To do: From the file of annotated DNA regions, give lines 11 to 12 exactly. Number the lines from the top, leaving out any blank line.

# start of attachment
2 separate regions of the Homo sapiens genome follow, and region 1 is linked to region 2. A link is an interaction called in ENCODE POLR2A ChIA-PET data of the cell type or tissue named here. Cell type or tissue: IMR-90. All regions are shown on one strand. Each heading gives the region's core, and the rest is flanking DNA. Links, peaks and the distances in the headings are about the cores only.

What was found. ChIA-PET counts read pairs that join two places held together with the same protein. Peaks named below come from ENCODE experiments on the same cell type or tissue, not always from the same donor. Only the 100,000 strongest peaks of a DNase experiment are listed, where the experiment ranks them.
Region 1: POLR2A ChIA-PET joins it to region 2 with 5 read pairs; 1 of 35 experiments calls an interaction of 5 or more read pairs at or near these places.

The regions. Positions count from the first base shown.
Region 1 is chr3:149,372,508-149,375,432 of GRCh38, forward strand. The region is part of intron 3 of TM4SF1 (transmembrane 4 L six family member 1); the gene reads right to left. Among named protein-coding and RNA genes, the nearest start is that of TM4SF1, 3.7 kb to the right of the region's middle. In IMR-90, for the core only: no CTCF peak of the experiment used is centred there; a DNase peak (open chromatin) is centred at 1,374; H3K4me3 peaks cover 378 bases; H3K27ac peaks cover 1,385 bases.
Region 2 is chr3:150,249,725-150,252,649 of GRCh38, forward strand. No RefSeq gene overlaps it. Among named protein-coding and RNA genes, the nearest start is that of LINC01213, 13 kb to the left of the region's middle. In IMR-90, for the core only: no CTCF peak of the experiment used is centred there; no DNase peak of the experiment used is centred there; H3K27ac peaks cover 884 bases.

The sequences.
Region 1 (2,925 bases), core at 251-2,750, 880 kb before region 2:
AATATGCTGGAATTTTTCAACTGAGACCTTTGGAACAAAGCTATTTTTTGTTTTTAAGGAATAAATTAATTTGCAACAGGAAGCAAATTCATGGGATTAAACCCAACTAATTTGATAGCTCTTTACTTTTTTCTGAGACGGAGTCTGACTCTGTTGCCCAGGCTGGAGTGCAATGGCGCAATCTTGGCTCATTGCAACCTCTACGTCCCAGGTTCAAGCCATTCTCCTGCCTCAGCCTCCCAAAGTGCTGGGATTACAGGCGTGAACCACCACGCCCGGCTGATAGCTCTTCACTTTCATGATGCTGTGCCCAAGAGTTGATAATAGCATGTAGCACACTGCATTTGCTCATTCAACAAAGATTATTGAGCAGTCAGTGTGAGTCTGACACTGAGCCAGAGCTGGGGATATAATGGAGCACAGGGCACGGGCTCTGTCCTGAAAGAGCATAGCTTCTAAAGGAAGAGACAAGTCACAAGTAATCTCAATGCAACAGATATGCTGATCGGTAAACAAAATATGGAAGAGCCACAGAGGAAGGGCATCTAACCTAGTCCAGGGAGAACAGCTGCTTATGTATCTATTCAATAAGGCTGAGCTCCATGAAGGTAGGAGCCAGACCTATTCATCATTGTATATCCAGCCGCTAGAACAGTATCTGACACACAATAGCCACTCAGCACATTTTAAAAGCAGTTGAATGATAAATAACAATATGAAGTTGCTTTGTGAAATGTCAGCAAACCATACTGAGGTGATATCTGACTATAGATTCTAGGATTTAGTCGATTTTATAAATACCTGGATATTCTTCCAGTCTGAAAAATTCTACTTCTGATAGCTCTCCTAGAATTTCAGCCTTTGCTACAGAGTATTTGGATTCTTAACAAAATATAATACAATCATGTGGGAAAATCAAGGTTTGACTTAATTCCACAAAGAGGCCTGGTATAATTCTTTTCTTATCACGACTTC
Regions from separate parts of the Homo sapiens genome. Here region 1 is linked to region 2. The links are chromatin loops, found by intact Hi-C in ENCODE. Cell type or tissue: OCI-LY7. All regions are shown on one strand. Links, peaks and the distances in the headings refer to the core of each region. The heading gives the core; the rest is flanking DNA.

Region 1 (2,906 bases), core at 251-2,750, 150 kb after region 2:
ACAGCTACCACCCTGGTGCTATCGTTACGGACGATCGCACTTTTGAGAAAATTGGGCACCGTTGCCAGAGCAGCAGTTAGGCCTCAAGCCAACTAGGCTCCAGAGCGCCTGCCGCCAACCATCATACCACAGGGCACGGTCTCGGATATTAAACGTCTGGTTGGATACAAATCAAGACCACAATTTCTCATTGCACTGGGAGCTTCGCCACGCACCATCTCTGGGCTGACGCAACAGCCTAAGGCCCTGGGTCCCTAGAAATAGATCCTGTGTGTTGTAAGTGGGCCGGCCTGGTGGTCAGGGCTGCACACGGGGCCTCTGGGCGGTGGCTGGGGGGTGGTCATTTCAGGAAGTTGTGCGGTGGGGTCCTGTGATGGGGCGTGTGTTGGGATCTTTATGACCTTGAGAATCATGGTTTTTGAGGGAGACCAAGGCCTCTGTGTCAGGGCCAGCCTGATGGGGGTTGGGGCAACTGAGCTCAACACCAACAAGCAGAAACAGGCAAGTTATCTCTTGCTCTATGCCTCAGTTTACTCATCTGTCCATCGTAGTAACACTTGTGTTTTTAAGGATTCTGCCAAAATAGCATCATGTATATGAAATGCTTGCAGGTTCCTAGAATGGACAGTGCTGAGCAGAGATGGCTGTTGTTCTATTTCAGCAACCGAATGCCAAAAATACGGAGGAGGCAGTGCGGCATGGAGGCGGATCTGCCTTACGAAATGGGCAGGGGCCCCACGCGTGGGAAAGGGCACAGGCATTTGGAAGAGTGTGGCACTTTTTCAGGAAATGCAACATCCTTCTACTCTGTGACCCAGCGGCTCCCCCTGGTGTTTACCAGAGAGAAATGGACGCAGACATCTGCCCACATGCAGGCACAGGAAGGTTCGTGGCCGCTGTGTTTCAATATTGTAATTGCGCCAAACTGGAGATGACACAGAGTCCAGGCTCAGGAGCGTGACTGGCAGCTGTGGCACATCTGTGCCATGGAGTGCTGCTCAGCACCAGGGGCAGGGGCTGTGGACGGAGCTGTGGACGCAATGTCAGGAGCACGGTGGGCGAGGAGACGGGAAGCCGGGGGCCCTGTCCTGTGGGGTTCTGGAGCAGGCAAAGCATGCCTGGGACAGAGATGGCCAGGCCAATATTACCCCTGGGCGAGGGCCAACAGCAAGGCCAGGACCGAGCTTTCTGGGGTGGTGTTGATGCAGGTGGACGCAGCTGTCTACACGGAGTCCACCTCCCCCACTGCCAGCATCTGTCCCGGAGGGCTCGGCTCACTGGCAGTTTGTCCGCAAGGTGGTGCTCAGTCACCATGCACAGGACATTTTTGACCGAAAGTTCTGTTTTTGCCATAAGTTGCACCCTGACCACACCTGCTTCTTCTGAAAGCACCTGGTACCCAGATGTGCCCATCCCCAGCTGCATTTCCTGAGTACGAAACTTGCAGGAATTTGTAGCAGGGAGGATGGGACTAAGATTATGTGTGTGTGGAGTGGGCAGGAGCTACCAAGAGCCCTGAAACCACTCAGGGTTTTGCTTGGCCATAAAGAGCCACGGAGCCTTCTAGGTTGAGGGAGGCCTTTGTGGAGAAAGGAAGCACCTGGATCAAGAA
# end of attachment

Region 1 (2,906 bases), core at 251-2,750, 150 kb after region 2:
ACAGCTACCACCCTGGTGCTATCGTTACGGACGATCGCACTTTTGAGAAAATTGGGCACCGTTGCCAGAGCAGCAGTTAGGCCTCAAGCCAACTAGGCTCCAGAGCGCCTGCCGCCAACCATCATACCACAGGGCACGGTCTCGGATATTAAACGTCTGGTTGGATACAAATCAAGACCACAATTTCTCATTGCACTGGGAGCTTCGCCACGCACCATCTCTGGGCTGACGCAACAGCCTAAGGCCCTGGGTCCCTAGAAATAGATCCTGTGTGTTGTAAGTGGGCCGGCCTGGTGGTCAGGGCTGCACACGGGGCCTCTGGGCGGTGGCTGGGGGGTGGTCATTTCAGGAAGTTGTGCGGTGGGGTCCTGTGATGGGGCGTGTGTTGGGATCTTTATGACCTTGAGAATCATGGTTTTTGAGGGAGACCAAGGCCTCTGTGTCAGGGCCAGCCTGATGGGGGTTGGGGCAACTGAGCTCAACACCAACAAGCAGAAACAGGCAAGTTATCTCTTGCTCTATGCCTCAGTTTACTCATCTGTCCATCGTAGTAACACTTGTGTTTTTAAGGATTCTGCCAAAATAGCATCATGTATATGAAATGCTTGCAGGTTCCTAGAATGGACAGTGCTGAGCAGAGATGGCTGTTGTTCTATTTCAGCAACCGAATGCCAAAAATACGGAGGAGGCAGTGCGGCATGGAGGCGGATCTGCCTTACGAAATGGGCAGGGGCCCCACGCGTGGGAAAGGGCACAGGCATTTGGAAGAGTGTGGCACTTTTTCAGGAAATGCAACATCCTTCTACTCTGTGACCCAGCGGCTCCCCCTGGTGTTTACCAGAGAGAAATGGACGCAGACATCTGCCCACATGCAGGCACAGGAAGGTTCGTGGCCGCTGTGTTTCAATATTGTAATTGCGCCAAACTGGAGATGACACAGAGTCCAGGCTCAGGAGCGTGACTGGCAGCTGTGGCACATCTGTGCCATGGAGTGCTGCTCAGCACCAGGGGCAGGGGCTGTGGACGGAGCTGTGGACGCAATGTCAGGAGCACGGTGGGCGAGGAGACGGGAAGCCGGGGGCCCTGTCCTGTGGGGTTCTGGAGCAGGCAAAGCATGCCTGGGACAGAGATGGCCAGGCCAATATTACCCCTGGGCGAGGGCCAACAGCAAGGCCAGGACCGAGCTTTCTGGGGTGGTGTTGATGCAGGTGGACGCAGCTGTCTACACGGAGTCCACCTCCCCCACTGCCAGCATCTGTCCCGGAGGGCTCGGCTCACTGGCAGTTTGTCCGCAAGGTGGTGCTCAGTCACCATGCACAGGACATTTTTGACCGAAAGTTCTGTTTTTGCCATAAGTTGCACCCTGACCACACCTGCTTCTTCTGAAAGCACCTGGTACCCAGATGTGCCCATCCCCAGCTGCATTTCCTGAGTACGAAACTTGCAGGAATTTGTAGCAGGGAGGATGGGACTAAGATTATGTGTGTGTGGAGTGGGCAGGAGCTACCAAGAGCCCTGAAACCACTCAGGGTTTTGCTTGGCCATAAAGAGCCACGGAGCCTTCTAGGTTGAGGGAGGCCTTTGTGGAGAAAGGAAGCACCTGGATCAAGAA